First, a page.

I wanted to make the hike across the island from Bahía San Gabriel to Playa Bonanza, and Patrick was willing to humor me in this endeavor. None of our guidebooks cited its length, and I estimated it to be about three miles from a scale on one of the chartlets. Once we got to the beach, an interpretive sign stated the hike’s true length:  five miles (or ten miles round trip). Since we did not get started until 11:00 a.m., it was blazing hot, and we only brought two liters of water from the boat, we had to abandon my goal among the saguaro. 

This cactus reminded me of "Quick Draw McGraw"
We were over halfway down on our first liter of water, and the beach on the east side was still nowhere in sight, so we turned around. We probably only did four miles round trip, but the walk was well worth it for the wide variety of desert plants and the black hare (endemic to the islands) we saw along the way. To complete the entire hike, we would have to start earlier in the morning before it heats up and bring at least two liters of water per person. 

Not to be discouraged from having a good time, our attention turned to other activities. We took pictures of the boat in her postcard-perfect anchorage.

I swam half way back to the boat while Patrick protectively monitored me from the dinghy. 

It was a good thing he did, because we discovered I couldn’t get back into the dinghy without a hand from Patrick to hoist me aboard. The pontoons of the dinghy were too high to get over! When we returned to the boat, we tied loops of webbing to the sides of the dinghy to act as steps (one short step and one long) and a grab loop to hold on to. I can now board the dinghy independently.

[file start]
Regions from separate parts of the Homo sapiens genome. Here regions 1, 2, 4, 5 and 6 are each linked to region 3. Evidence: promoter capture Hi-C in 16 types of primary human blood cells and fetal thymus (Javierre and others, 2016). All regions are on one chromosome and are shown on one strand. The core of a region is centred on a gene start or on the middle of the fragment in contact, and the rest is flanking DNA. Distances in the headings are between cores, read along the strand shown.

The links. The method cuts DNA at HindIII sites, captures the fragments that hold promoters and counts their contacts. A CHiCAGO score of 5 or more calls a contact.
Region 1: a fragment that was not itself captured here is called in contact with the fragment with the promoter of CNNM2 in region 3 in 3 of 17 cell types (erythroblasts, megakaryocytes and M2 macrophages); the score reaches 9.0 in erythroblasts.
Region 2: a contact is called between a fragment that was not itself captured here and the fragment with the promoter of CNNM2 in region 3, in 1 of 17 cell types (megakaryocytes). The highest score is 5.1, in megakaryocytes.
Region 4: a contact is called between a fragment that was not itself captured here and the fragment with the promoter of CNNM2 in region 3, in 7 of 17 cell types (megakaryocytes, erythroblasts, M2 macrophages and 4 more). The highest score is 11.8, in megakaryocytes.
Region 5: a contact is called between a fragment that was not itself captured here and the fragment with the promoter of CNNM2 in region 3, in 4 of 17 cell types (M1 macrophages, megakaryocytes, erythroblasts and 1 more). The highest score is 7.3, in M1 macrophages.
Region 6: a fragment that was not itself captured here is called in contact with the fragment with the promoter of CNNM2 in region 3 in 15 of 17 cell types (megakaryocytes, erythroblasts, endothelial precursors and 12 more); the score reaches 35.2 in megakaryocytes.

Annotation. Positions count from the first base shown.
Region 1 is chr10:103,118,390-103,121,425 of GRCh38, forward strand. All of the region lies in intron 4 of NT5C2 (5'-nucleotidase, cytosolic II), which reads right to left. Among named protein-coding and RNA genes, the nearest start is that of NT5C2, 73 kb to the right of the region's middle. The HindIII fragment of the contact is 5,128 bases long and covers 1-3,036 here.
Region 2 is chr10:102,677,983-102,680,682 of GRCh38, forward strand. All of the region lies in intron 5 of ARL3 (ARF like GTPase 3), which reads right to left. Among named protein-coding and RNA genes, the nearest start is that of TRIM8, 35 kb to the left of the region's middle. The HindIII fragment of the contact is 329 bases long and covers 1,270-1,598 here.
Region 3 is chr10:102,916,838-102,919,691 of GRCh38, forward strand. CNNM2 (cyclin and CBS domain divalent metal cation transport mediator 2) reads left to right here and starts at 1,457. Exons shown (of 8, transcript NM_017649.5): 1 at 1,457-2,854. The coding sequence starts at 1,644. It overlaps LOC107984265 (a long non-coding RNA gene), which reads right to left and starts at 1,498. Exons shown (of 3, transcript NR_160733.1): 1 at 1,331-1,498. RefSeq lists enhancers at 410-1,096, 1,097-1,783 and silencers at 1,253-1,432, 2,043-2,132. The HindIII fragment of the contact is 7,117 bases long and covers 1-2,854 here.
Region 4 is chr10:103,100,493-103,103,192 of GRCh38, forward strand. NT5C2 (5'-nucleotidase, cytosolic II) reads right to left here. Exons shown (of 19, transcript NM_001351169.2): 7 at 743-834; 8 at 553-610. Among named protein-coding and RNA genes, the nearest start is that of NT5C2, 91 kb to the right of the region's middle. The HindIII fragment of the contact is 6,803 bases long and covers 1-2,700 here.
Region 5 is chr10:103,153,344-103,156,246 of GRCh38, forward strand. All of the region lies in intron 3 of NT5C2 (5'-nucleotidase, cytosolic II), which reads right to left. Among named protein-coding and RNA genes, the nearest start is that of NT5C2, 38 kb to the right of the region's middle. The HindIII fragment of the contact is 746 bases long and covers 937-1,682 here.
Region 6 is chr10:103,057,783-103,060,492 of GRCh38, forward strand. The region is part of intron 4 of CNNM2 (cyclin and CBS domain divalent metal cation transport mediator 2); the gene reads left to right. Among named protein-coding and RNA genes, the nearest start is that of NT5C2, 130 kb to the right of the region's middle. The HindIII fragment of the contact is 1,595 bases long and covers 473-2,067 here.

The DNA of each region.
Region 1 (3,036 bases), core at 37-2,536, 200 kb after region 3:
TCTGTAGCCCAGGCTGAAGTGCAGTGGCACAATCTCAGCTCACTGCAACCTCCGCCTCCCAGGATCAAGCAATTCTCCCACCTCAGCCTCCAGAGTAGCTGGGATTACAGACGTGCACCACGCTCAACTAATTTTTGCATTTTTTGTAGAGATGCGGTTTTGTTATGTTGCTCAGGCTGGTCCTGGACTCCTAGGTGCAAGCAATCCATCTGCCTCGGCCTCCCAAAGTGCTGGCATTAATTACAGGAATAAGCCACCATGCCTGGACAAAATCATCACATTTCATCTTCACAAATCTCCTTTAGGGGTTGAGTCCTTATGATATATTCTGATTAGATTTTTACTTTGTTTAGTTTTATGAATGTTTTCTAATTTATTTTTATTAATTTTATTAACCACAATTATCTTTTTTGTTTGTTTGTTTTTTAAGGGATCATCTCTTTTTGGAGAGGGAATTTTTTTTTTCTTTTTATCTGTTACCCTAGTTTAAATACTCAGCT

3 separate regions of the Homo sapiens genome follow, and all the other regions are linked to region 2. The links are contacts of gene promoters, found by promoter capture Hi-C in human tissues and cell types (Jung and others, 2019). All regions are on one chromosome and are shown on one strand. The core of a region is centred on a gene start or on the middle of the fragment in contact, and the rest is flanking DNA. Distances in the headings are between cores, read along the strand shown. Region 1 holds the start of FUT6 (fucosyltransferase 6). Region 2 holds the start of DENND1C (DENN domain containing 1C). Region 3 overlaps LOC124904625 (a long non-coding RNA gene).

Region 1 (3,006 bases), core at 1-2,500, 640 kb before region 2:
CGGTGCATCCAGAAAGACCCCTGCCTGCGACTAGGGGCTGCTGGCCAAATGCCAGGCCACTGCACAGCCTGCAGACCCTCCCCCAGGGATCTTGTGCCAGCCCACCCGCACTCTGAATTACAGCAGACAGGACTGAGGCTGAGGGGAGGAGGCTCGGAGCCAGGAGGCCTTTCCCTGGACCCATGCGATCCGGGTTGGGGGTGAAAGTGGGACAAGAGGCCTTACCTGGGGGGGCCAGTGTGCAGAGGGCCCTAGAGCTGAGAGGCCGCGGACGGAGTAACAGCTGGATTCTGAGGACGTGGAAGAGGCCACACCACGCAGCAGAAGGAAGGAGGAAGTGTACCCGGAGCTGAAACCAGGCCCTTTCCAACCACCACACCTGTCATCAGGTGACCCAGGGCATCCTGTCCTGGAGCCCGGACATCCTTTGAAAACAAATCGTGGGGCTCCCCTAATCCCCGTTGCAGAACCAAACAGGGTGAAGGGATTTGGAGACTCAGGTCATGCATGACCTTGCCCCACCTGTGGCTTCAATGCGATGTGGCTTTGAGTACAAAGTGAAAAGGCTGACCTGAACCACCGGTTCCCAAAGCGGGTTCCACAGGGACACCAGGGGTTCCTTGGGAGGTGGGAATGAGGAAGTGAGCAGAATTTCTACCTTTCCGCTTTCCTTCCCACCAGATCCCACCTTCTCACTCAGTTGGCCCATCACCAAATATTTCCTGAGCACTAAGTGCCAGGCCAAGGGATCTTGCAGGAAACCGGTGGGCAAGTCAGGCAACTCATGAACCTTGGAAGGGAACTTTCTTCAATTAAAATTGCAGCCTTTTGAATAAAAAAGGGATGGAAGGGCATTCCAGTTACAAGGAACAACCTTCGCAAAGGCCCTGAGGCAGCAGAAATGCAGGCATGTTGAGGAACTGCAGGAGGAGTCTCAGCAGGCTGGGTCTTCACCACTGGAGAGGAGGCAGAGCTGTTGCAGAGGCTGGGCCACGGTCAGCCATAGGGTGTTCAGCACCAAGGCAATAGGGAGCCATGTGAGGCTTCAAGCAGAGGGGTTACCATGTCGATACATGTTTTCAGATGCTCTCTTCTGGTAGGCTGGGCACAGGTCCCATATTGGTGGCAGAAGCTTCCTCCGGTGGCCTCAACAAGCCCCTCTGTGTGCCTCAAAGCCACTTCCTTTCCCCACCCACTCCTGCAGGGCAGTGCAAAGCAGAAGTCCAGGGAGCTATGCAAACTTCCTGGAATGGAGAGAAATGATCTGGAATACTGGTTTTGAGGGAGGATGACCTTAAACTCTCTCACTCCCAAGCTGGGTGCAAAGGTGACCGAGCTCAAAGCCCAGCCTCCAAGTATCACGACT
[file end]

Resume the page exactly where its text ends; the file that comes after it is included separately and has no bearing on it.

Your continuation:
We took another dinghy excursion to explore the nearby reef and cliffs. These Sally Lightfoot crabs were a colorful feature of the rocks above the reef. 

Our appetites were whetted for snorkeling by the many fish we saw swimming through the rocky canyons in the reef.   

That evening while barbecuing, we noticed a pelican gorging itself on fish that were attracted to our stern light. Doesn't he have a handsome auburn mohawk?  

After dinner, Patrick entertained us by shining successively larger flashlight beams on the water beneath the boat. Literally hundreds of fish---many of them a foot long---were attracted to the light.

Los Candeleros (Candlestick Cove)

After trying our luck at fishing around three small rocky outposts along the coast of Espiritu Santos (islands Gallina, Gallo, and Ballena) and failing to catch anything, we next set the hook in the south end of Los Candeleros. Anne and Jeff Mott, who were directly across the dock from us in Marina Palmira, were anchored on Outrider in the north side of the cove. We had left the dock abruptly without being able to say a proper goodbye to our neighbors, so we were happy to be able to raft up our dinghies for a visit with them later that afternoon. 

Outrider at anchor in Los Candeleros Cove
Los Candeleros is a smaller cove than Bahía San Gabriel and with its steep, red rock walls, felt snug and protected. It is still open to the coromuels, however, which again---luckily for us---didn’t blow like stink.

The major attraction in Los Candeleros is its two reefs, one shallow and near shore, and the other closer to the cove’s entrance. The reefs on Islas Espiritu Santos are rock reefs. Although corals are found on them, the reef structure itself is not composed of coral.

Shallow reef at Los Candeleros
Although the water was just warm enough for me to snorkel in a bathing suit, Patrick (with exponentially less body fat) required his wetsuit, and the temperature of the water was the primary limiting factor to our exploring the larger (and deeper) reef.